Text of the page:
A native people of Mexico, known as Toltecs, were known to have conquered the southern and central parts of Mexico by 1100 A.D. They possessed a dog of small stature, but at the same time it was heavy-boned and long-coated. This dog was known as a Techichi. It is described as being long-legged, with a thin body, almost fawn-like, and a humped back.
The Techichi was kept by the Toltecs as a pet, and interestingly, this dog was used as part of the religious rites as well. There is a question as to whether or not the Toltecs crossed the Techichi with a dog that inhabited the mountains of Chihuahua, called the Perro Chihuahueno.
It is said that the Perro Chihuahueno was a foraging type of dog, that lived in holes in the ground. They had round heads, long nails, and short, erect ears.
When the Aztecs conquered the Toltecs and became the ruling class, they also used the dog as pets and in a religious function. From remains found at pyramids and in graves, it is believed that these people thought that the dog would function as guides for the human soul. Another ritual that was practiced was the burning of a dog with a human corpse.
This was done in the belief that the deceased human's wrong-doings would be transferred to the dog.
The story continues with the Spanish conquerors that invaded Mexico, the Caribbean, and South America. It is conjectured that they had with them a small, black and tan, terrier type dog. These Spanish dogs were far friendlier with the native dogs than the Spanish conquistadors were with the native peoples. Due to this crossing of the black and tan terrier type dog with the Techichi, it is surmised that the Chihuahua resulted.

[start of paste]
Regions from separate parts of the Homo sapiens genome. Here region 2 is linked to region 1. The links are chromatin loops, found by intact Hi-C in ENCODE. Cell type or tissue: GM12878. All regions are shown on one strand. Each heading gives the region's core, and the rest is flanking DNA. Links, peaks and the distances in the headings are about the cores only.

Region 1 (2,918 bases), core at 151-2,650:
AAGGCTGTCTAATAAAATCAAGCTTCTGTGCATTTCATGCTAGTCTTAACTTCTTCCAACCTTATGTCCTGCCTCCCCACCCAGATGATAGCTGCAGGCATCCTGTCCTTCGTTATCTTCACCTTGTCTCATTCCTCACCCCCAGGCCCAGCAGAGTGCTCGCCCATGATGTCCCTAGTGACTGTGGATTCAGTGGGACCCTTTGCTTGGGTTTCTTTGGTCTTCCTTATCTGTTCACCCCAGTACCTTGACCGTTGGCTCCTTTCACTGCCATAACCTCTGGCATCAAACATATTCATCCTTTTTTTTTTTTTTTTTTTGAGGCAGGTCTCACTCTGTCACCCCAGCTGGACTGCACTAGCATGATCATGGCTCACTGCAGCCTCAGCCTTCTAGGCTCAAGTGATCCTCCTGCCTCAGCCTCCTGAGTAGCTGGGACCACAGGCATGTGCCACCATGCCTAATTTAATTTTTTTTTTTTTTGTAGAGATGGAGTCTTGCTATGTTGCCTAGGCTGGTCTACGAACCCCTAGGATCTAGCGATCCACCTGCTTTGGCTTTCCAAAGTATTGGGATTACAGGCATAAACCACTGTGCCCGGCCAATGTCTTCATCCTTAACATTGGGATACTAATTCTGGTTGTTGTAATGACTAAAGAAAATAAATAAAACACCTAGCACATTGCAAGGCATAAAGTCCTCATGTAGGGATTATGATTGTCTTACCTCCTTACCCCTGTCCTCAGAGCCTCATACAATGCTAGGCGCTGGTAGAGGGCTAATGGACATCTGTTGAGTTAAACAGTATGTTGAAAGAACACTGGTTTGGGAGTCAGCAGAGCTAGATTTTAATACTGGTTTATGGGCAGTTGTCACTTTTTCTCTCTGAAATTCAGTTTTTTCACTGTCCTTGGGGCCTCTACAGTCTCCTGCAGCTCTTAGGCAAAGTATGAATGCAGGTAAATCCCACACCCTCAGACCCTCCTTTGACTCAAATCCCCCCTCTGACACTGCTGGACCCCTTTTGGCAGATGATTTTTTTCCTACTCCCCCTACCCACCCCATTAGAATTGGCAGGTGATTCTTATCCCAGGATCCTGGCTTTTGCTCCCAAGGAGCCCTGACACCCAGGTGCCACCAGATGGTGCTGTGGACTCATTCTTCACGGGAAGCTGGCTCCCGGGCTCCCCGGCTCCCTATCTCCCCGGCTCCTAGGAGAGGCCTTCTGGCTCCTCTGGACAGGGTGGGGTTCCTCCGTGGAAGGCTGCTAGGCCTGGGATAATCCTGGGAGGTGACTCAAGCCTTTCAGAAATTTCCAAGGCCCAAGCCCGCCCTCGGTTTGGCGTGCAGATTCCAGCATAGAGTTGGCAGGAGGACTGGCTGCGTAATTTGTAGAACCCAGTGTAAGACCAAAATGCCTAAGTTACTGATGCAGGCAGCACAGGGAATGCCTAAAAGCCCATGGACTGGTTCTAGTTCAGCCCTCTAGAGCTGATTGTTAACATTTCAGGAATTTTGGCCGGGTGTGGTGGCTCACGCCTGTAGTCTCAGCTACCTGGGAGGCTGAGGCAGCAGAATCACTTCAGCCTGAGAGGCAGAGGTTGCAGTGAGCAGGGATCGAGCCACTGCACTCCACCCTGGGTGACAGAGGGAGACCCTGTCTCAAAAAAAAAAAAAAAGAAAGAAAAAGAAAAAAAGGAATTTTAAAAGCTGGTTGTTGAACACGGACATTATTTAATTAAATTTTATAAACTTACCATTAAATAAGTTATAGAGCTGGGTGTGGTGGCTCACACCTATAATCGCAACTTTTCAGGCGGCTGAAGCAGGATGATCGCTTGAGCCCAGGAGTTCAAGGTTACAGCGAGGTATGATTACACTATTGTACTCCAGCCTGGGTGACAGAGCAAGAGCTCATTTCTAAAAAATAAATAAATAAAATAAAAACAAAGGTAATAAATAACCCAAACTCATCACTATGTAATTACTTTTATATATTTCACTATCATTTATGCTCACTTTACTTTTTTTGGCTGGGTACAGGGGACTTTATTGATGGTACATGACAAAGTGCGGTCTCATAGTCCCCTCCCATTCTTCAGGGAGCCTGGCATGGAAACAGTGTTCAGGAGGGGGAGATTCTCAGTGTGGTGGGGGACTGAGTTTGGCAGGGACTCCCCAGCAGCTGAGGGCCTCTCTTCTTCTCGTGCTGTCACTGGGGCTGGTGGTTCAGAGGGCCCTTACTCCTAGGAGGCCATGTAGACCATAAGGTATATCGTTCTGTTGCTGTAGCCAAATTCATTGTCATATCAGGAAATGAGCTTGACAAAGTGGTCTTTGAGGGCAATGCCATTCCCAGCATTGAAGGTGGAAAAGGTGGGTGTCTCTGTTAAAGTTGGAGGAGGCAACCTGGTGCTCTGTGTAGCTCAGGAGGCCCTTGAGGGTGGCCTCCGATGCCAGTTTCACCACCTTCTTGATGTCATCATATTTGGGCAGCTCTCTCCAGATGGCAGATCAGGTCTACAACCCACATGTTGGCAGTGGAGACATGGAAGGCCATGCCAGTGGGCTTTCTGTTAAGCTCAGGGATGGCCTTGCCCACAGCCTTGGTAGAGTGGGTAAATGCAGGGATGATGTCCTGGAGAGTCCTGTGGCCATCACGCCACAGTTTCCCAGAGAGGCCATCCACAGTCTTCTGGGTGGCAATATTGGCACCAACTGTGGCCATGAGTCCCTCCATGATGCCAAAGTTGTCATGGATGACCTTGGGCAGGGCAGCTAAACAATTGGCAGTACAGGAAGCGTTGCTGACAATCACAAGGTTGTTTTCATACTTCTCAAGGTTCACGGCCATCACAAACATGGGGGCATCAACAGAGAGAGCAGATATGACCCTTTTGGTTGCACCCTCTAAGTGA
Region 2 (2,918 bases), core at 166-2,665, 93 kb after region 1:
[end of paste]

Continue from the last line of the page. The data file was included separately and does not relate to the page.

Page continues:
Another theory put forth is that the Chihuahua is actually of European descent. That it was the Spanish conquistadors that brought this dog with them to the New World. For proof, the people who support this theory point to the island of Malta where a small breed of dog existed that possessed a natural molera. A molera is like an open fontanel in a human child, a soft spot on the top of the skull where the three sections of the skull bone meet. The molera is extremely rare, and uncommon to other breeds of dog.
The Chihuahua, however, does possess this natural molera, it is believed that this points to its descendants as being from Malta. Further proof is offered in of all places, the Sistine Chapel. A painting by Sondro Botticelli, completed in 1482, depicts a dog that is very much like today's Chihuahua. Since this painting was completed before Columbus sailed for the New World, it offers proof that the dog is of European ancestry.
One last theory that we will put forth, is that it is known that the Chinese were adept at developing miniatures of larger breeds of dog. It may be possible that the Chinese developed a dog similar to the Chihuahua, the Spanish traders came to possess this dog, and from China, traveled to Mexico with it. As the Spanish traders crossed Mexico, they had contact with the native population, both the traders and the dogs.
In any case, after the Spanish were finished with destroying the Aztec culture, buildings, and as many people as they could, the fate of the dogs were left to the native people that adopted it into their families, and nature.
When people from the United States first "discovered" this tiny dog, they were referred to as "Texas Dogs" or "Arizona Dogs" probably because that is the border that was used to bring the dogs from Mexico to the U.S. Americans fell in love with the little critters and ever since the Chihuahua has been a favorite. Interestingly, the "Chis" have undergone a great deal of change since the 1950's.